He discusses ‘tricks’ about how to judge an idea. People who have quick answers to complex problems are dishonest — most politicians. Uncertainty again, and how we can be pretty sure about many things without being absolutely certain. E.g., how to test a supposed mind reader, at Las Vegas resorts; how experiments reading cards [he’s referring to J.B. Rhine, notoriously known a few decades ago and now mostly forgotten] became less impressive as tests were refined; how in contrast hypnotism turned out to be valid.
Flying saucers: ordinary people argue about what’s *possible*. That’s not the point; it’s whether the idea of alien spacecraft is *probable*. How the Catholic Church goes about proving a saint. How an anecdote, or one or two occurrences, prove nothing; “Otherwise you become one of these people who believe all kinds of crazy stuff and doesn’t understand the world they’re in. Nobody understands the world they’re in, but some people are better off at it than others.” p84
Some problems are due to lack of information, e.g. astrology, prayers, faith healing, Biblical prophecy: “I think it just belongs to a general lack of understanding of how complicated the world is and how elaborate and how unlikely it would be that such a thing would work.”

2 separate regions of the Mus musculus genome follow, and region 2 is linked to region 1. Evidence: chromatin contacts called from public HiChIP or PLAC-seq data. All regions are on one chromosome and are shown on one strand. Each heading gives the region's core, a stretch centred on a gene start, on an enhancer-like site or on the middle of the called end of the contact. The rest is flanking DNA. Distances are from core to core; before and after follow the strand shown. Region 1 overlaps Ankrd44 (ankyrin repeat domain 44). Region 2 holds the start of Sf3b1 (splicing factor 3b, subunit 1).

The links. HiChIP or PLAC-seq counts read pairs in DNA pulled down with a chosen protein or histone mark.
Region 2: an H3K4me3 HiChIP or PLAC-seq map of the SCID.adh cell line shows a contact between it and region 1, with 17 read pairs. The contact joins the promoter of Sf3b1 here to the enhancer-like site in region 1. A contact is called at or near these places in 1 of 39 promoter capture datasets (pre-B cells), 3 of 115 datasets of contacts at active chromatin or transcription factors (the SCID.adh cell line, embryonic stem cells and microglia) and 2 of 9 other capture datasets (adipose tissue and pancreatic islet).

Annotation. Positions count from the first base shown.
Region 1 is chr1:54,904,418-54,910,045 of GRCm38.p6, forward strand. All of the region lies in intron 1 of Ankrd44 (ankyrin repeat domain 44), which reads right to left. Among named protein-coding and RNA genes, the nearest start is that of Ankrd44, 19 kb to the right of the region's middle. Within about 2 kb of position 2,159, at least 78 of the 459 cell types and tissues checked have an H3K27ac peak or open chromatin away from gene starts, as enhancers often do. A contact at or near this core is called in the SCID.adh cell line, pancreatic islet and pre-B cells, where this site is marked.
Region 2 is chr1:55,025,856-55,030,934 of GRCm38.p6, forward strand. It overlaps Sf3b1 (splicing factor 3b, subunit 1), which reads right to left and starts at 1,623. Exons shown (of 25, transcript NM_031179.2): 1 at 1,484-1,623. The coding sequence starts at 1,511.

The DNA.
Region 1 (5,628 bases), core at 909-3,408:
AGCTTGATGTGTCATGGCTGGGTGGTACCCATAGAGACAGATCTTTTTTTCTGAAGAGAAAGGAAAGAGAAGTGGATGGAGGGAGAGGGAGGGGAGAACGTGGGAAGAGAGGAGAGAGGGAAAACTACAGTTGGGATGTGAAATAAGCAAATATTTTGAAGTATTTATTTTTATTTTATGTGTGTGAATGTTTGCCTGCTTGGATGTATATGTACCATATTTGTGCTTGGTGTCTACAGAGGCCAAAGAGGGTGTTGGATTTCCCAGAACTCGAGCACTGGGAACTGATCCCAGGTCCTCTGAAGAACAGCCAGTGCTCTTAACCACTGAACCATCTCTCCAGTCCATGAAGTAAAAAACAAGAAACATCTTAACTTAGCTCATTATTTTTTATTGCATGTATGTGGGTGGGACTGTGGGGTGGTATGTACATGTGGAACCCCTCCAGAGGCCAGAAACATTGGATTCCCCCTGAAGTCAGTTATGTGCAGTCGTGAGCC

He visits a John Birch Society center in Altadena, which promotes tenants about “ancient principles of warfare” such as the 10th, paralysis, which the host claims is behind so much wrong in the world. It’s like paranoia; it’s impossible to disprove. Again, Feynman says, it’s about a lack of a sense of proportion. “And so it is with these people. They don’t have a sense of proportion.” p105. He humors the host by agreeing with her, to absurdity. (It’s very 2018.)
And he trails off discussing radiation from nuclear tests, the Mariner and Ranger probes, where scientists get their ideas from, Arabic science in the Middle Ages, the chaotic spelling of English, the many non-technological advances of man [i.e. humanity] such as economic systems, accounting, laws, and government organizations, future potentials of fusion and biology, and how he admires the encyclical of Pope John XXIII (i.e. what’s known as Vatican II]
My takeaway from this book is his recurring thought that much gullibility about pseudoscience (and religion) is based on “a general lack of understanding of how complicated the world is and how elaborate and how unlikely it would be that [any such thing] would work.” A lack of a “sense of proportion.”
This aligns with the past three posts, about the value of education, about how the religiously-home-schooled teenager in Equus had nothing real to base his worldview on, and about the susceptibility of some to conspiracy theories and intuitive physics.
I’ve been thinking of the word ‘savvy’ as the quality of having this “sense of proportion” and this “understanding of how complicated the world is,” and, currently, the added understanding of the cognitive biases that have been identified in the past couple three decades, which cause one to reassess anything one might ‘believe’ to think about why such a belief might be held, as opposed to whether it is a valid belief, or understanding, of the world as it actually exists. I’ll be developing this theme.